N3.2trn Subsidy Required To Reverse Electricity Tariff Hike — NERC

The Chairman of the Nigeria Electricity Regulatory Commission (NERC), Sanusi Garba, on Thursday, said the Federal Government of Nigeria will need about N3.2trn in 2024 to reverse the recent hike in electricity tariff.

He added that if a total sectoral overhauling was not carried out, including fluctuation in foreign exchange, power supply in Nigeria would continue to pose a challenge.

Speaking in Abuja at a stakeholders meeting convened by the House of Representatives Committee on Power, Garba said that current investment in the sector, though commendable, was not good enough to guarantee a steady power supply across the country.

He explained that before the recent review in tariff, distribution companies were only obligated to pay 10 per cent of their energy invoice, adding that the lack of cash backing is creating a liquidity challenge in the sector.

He further explained that between January 2020 and January 2023, the electricity tariff increased from 55 per cent to 94 per cent adding that “the unification of forex and current inflationary pressures are pushing cost reflective tariff to N184/kwh

He said, “If sitting back and doing nothing is the way to go, it would mean that the National Assembly and the Executive would have to provide about N3.2 trillion to pay for subsidy in 2024.”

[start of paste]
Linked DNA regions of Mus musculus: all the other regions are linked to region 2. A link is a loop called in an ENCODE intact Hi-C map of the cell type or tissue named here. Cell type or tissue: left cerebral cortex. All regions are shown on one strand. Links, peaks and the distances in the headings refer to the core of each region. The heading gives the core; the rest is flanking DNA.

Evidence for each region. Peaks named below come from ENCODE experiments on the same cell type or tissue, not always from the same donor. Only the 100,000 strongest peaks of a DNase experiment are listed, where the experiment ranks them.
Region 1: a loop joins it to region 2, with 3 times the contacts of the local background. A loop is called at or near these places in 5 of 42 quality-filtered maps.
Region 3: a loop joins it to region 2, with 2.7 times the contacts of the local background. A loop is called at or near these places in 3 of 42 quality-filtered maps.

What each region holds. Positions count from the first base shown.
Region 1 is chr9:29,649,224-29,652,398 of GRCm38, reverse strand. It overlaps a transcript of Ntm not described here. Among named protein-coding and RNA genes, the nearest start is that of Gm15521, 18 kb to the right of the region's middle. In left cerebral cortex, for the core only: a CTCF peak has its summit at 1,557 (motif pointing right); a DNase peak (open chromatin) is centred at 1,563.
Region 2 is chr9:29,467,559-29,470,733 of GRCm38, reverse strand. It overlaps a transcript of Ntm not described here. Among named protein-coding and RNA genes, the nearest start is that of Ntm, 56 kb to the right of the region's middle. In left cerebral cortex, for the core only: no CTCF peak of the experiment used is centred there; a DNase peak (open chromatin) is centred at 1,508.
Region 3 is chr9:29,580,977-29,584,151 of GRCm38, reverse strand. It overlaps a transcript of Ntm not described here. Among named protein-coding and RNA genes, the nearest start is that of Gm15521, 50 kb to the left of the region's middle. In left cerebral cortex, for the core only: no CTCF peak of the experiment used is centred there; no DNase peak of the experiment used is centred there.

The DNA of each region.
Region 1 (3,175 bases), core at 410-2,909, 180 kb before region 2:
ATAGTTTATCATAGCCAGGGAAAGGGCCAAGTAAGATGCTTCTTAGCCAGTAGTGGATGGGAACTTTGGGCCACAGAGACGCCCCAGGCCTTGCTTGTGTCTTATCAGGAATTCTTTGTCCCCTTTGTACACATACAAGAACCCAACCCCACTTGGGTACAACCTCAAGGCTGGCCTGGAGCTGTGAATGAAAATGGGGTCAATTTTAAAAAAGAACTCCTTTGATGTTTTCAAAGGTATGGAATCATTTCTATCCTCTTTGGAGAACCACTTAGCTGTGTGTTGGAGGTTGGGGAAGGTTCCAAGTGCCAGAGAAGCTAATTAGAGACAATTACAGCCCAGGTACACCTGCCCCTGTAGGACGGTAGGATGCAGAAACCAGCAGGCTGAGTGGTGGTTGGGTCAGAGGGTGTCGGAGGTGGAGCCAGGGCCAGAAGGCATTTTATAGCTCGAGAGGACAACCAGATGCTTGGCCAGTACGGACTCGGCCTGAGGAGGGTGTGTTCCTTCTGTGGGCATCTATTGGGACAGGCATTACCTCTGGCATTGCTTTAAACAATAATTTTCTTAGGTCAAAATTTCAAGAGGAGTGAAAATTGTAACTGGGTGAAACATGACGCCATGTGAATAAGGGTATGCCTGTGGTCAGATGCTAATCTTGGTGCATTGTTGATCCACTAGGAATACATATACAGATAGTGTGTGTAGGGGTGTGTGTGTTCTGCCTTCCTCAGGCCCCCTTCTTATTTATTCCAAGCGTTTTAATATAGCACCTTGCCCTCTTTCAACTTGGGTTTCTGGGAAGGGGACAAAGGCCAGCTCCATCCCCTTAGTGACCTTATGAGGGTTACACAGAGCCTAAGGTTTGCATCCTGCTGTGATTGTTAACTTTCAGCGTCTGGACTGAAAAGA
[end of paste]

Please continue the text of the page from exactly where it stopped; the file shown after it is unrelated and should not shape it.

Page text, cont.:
Garba also said that only N185 billion of the N645 billion subsidy in 2023 has been cash-backed, leaving a funding gap of N459. 5 billion.

Vice Chairman of NERC, Musiliu Oseni, who also justified the recent increase in tariff said the increment was needed to save the sector from total shutdown.

Chairman of the House Committee on Power, Victor Nwokolo (PDP, Delta) said the essence of the meeting was to address the recent increase in tariff and the various bands to which electricity consumers were recently categorized.

The lawmaker said the officials of NERC and DISCOS have given the committee useful Information, saying, “We have not concluded with them because the Transmission Company of Nigeria was not here and the generation companies too.

“We will hold further consultations with them by next week. But what they have said, which is true, is that without the change in tariff, which was due in 2022, the industry lacks the capital to bring the needed change.

“Of course, with the population explosion in Nigeria, the areas being covered are beyond what they estimated in the past and because they need to expand their network, they also need more money.

“Every day, there are changes to the exchange rate and there are also threats to power installations because of security, thereby increasing the overhead.

“The committee has not fully agreed with them because we are not saying either yes or no because we want to get more input and also find out the possibility of gas being sold to them in naira. More of this is dependent on generation and without the gas, you cannot have power.

“The committee cannot take any decision to stop the increase in tariff. That decision can only be taken by the entire House and not at the committee level. There must be a House resolution to stop it,” he said.


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